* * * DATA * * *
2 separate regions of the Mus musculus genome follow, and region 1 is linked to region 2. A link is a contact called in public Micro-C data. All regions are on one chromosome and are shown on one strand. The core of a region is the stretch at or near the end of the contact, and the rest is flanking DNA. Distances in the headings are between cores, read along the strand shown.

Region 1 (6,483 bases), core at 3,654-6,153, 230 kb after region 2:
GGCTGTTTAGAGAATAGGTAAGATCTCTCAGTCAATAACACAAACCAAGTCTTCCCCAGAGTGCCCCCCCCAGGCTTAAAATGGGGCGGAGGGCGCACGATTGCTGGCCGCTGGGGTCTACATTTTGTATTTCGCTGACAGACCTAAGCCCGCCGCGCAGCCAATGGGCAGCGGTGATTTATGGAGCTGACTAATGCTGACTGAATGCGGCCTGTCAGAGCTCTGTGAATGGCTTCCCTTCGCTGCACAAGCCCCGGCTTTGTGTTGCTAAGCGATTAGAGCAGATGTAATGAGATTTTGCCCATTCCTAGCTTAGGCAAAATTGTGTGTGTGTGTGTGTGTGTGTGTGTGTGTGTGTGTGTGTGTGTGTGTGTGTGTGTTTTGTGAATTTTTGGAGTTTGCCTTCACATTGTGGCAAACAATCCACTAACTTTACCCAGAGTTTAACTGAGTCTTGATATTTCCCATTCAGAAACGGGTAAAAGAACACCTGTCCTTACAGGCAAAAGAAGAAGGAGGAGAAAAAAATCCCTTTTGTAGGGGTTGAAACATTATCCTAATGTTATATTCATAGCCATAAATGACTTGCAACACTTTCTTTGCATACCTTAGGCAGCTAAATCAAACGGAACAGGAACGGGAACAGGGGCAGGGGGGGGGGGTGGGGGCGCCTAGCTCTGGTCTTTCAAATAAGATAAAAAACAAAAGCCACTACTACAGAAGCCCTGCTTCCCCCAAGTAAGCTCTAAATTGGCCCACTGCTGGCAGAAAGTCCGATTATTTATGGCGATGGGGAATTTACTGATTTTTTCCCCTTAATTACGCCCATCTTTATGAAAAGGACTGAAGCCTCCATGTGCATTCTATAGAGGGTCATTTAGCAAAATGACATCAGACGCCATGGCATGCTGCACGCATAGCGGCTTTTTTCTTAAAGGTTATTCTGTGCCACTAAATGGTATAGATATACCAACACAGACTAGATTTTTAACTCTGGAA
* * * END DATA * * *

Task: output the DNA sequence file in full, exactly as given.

2 separate regions of the Mus musculus genome follow, and region 1 is linked to region 2. A link is a contact called in public Micro-C data. All regions are on one chromosome and are shown on one strand. The core of a region is the stretch at or near the end of the contact, and the rest is flanking DNA. Distances in the headings are between cores, read along the strand shown.

Region 1 (6,483 bases), core at 3,654-6,153, 230 kb after region 2:
GGCTGTTTAGAGAATAGGTAAGATCTCTCAGTCAATAACACAAACCAAGTCTTCCCCAGAGTGCCCCCCCCAGGCTTAAAATGGGGCGGAGGGCGCACGATTGCTGGCCGCTGGGGTCTACATTTTGTATTTCGCTGACAGACCTAAGCCCGCCGCGCAGCCAATGGGCAGCGGTGATTTATGGAGCTGACTAATGCTGACTGAATGCGGCCTGTCAGAGCTCTGTGAATGGCTTCCCTTCGCTGCACAAGCCCCGGCTTTGTGTTGCTAAGCGATTAGAGCAGATGTAATGAGATTTTGCCCATTCCTAGCTTAGGCAAAATTGTGTGTGTGTGTGTGTGTGTGTGTGTGTGTGTGTGTGTGTGTGTGTGTGTGTGTGTTTTGTGAATTTTTGGAGTTTGCCTTCACATTGTGGCAAACAATCCACTAACTTTACCCAGAGTTTAACTGAGTCTTGATATTTCCCATTCAGAAACGGGTAAAAGAACACCTGTCCTTACAGGCAAAAGAAGAAGGAGGAGAAAAAAATCCCTTTTGTAGGGGTTGAAACATTATCCTAATGTTATATTCATAGCCATAAATGACTTGCAACACTTTCTTTGCATACCTTAGGCAGCTAAATCAAACGGAACAGGAACGGGAACAGGGGCAGGGGGGGGGGGTGGGGGCGCCTAGCTCTGGTCTTTCAAATAAGATAAAAAACAAAAGCCACTACTACAGAAGCCCTGCTTCCCCCAAGTAAGCTCTAAATTGGCCCACTGCTGGCAGAAAGTCCGATTATTTATGGCGATGGGGAATTTACTGATTTTTTCCCCTTAATTACGCCCATCTTTATGAAAAGGACTGAAGCCTCCATGTGCATTCTATAGAGGGTCATTTAGCAAAATGACATCAGACGCCATGGCATGCTGCACGCATAGCGGCTTTTTTCTTAAAGGTTATTCTGTGCCACTAAATGGTATAGATATACCAACACAGACTAGATTTTTAACTCTGGAA